The WebRTC example apps for iOS and Android currently do not demonstrate the decentral access control paradigm - they only demonstrate the centralized OAuth based access control approach as described below. Instead, you can see examples of using decentralized access control in the other examples apps ie the thermostat app (available for iOS and Android) and the RTSP video streaming app (available for iOS and Android). You will then use the user/device pairing flow as-is and combine this with the actual WebRTC viewer from the WebRTC example apps. It is in the roadmap to add a self-contained WebRTC example app that uses decentral access control. Contact Nabto Support if you need this before it is publicly available.

Using WebRTC with Central Access Control

If using Nabto Edge WebRTC in a browser based application, the process is quite different: You do not have a local private key so the decentral pairing described for native apps is not possible. Instead, you typically use token based access control: A central OAuth service issues a token (JWT) that is used to access the camera.

It is of course also possible to use OAuth based access control in a native app. This is the typical approach if you have a centralized user/device management solution, perhaps already used in a browser based WebRTC application. We provide full example apps for iOS and Android that shows how to integrate with an example OAuth service (AWS Cognito).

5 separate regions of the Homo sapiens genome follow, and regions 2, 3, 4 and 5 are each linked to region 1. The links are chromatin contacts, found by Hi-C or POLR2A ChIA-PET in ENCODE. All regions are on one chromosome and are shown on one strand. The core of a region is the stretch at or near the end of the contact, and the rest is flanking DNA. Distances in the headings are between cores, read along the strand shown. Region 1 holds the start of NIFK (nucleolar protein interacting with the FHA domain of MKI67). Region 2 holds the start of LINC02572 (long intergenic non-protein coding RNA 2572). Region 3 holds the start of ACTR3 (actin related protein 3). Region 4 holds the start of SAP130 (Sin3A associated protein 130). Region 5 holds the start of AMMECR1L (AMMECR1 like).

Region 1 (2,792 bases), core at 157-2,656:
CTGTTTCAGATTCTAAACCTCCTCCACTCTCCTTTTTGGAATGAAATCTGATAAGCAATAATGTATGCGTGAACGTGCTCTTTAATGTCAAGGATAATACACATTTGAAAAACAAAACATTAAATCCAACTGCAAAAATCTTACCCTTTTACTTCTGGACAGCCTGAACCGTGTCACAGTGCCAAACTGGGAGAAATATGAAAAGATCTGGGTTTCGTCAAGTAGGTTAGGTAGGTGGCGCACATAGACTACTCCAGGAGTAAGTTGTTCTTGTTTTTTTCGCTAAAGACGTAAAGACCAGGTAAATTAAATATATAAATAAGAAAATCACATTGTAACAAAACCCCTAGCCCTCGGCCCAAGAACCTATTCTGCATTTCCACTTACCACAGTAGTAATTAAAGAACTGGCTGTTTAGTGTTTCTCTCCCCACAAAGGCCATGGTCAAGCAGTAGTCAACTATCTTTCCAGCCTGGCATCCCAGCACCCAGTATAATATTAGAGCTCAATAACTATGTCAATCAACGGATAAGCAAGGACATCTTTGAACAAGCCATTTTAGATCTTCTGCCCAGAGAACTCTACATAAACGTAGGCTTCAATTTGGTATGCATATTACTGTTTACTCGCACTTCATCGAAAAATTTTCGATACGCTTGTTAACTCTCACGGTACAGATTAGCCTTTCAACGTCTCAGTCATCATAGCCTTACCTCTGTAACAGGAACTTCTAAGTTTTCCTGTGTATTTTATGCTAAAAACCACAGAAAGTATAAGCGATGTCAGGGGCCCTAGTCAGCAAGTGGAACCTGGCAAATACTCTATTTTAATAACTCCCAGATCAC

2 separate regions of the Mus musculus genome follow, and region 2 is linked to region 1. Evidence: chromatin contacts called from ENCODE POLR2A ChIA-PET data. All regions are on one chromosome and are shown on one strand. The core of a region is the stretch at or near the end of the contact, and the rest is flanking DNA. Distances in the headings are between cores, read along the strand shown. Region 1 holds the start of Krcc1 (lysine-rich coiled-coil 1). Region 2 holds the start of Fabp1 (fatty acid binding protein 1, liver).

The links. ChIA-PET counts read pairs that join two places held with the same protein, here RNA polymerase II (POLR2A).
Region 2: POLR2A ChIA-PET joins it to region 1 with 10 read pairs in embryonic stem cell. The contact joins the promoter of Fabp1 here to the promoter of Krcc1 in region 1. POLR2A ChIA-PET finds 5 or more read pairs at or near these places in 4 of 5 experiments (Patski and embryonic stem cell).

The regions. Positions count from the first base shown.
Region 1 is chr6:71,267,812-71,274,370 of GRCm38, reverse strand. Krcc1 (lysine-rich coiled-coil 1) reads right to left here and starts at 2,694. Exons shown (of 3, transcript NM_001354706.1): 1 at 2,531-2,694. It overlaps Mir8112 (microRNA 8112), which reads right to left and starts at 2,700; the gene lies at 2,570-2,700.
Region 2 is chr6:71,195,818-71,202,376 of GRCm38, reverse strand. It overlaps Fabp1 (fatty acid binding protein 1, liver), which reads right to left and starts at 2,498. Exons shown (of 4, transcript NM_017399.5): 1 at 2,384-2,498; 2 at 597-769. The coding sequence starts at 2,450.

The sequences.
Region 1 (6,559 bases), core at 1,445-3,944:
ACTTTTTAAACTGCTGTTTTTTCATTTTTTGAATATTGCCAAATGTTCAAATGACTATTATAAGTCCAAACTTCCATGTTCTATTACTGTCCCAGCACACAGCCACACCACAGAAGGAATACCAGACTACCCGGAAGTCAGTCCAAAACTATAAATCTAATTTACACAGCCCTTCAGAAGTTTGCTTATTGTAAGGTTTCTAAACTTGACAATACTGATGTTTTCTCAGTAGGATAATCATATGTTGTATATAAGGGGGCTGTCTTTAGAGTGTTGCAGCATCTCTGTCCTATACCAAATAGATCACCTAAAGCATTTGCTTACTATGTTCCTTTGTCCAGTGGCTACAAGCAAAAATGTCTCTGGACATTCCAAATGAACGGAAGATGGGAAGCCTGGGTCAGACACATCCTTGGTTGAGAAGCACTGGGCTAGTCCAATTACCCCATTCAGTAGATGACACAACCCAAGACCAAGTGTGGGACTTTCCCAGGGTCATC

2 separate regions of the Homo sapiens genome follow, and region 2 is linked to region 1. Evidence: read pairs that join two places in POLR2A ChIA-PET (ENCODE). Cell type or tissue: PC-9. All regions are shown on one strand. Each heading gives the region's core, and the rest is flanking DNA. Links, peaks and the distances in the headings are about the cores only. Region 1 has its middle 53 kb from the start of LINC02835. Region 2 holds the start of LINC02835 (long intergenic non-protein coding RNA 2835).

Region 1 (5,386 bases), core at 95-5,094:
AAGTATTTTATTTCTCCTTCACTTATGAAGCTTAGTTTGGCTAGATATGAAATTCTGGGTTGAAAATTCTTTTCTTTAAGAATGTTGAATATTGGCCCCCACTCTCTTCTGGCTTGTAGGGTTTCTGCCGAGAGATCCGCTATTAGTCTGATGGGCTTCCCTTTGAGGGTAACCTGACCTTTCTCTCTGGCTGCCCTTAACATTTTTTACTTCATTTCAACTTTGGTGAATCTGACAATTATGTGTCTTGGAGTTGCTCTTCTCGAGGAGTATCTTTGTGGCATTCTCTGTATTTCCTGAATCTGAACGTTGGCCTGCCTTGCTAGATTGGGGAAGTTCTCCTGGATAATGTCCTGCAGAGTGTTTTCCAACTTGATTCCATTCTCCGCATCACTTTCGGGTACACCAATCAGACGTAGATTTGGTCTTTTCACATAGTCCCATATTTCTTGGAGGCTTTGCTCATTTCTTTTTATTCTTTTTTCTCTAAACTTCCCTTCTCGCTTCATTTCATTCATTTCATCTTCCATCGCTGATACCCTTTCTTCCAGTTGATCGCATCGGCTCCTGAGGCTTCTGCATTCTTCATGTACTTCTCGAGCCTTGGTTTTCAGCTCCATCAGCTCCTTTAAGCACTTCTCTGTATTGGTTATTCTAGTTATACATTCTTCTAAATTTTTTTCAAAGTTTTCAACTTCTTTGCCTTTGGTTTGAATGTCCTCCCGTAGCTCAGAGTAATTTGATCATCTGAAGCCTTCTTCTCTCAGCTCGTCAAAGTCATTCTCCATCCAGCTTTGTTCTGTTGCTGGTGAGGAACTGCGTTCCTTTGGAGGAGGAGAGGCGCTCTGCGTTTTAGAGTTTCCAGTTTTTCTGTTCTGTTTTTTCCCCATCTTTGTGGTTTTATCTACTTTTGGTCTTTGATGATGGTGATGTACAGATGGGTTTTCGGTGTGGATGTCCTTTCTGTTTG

With a centralized solution like this, you are also able to retrieve the centrally managed set of user/device pairings - so if logging in through a browser or in different mobile apps, you will see the same set of paired devices. With decentral access control, each client device would have to pair individually with each device. Having this centralized set of paired devices is a great user experience benefit that often is considered outweighing the added complexity and friction of having to sign up for a central account. This is also demonstrated in the iOS and Android WebRTC example apps.

When to use Tunnelled RTSP

If a feasibility study concludes that your target (camera/DVR/NVR) platform is too resource constrained to use Nabto Edge WebRTC, you can instead choose to stream video using Nabto Edge TCP Tunnels.

You can use any RTSP video player in the client. It is pointed towards the Nabto Edge TCP Tunnel endpoint within the client application. Under the hood, this connects securely to a Nabto Edge TCP Tunnel endpoint on the target which in turn connects to an RTSP service on the camera:

In the RTSP video scenario, the “existing TCP server application” is the RTSP server running on the camera (or gateway or DVR/NVR). The “existing client TCP application” is an RTSP video player component like VLC or FFmpeg.

The player is simply pointed towards the TCP proxy server running inside Nabto Edge Client SDK, e.g. rtsp:// and the remote feed is shown - through a secure connection.

It is extremely simple to integrate Nabto Edge TCP Tunnels in your existing RTSP based video player application; you can typically get a proof-of-concept integration running with just a few lines of code. See the RTSP client guide.

Note that if you have an RTSP server available on the camera, you can still use the Nabto Edge WebRTC integration and get all the benefits: We provide a bridge application on the camera that consumes an RTSP feed and serves data to the WebRTC client.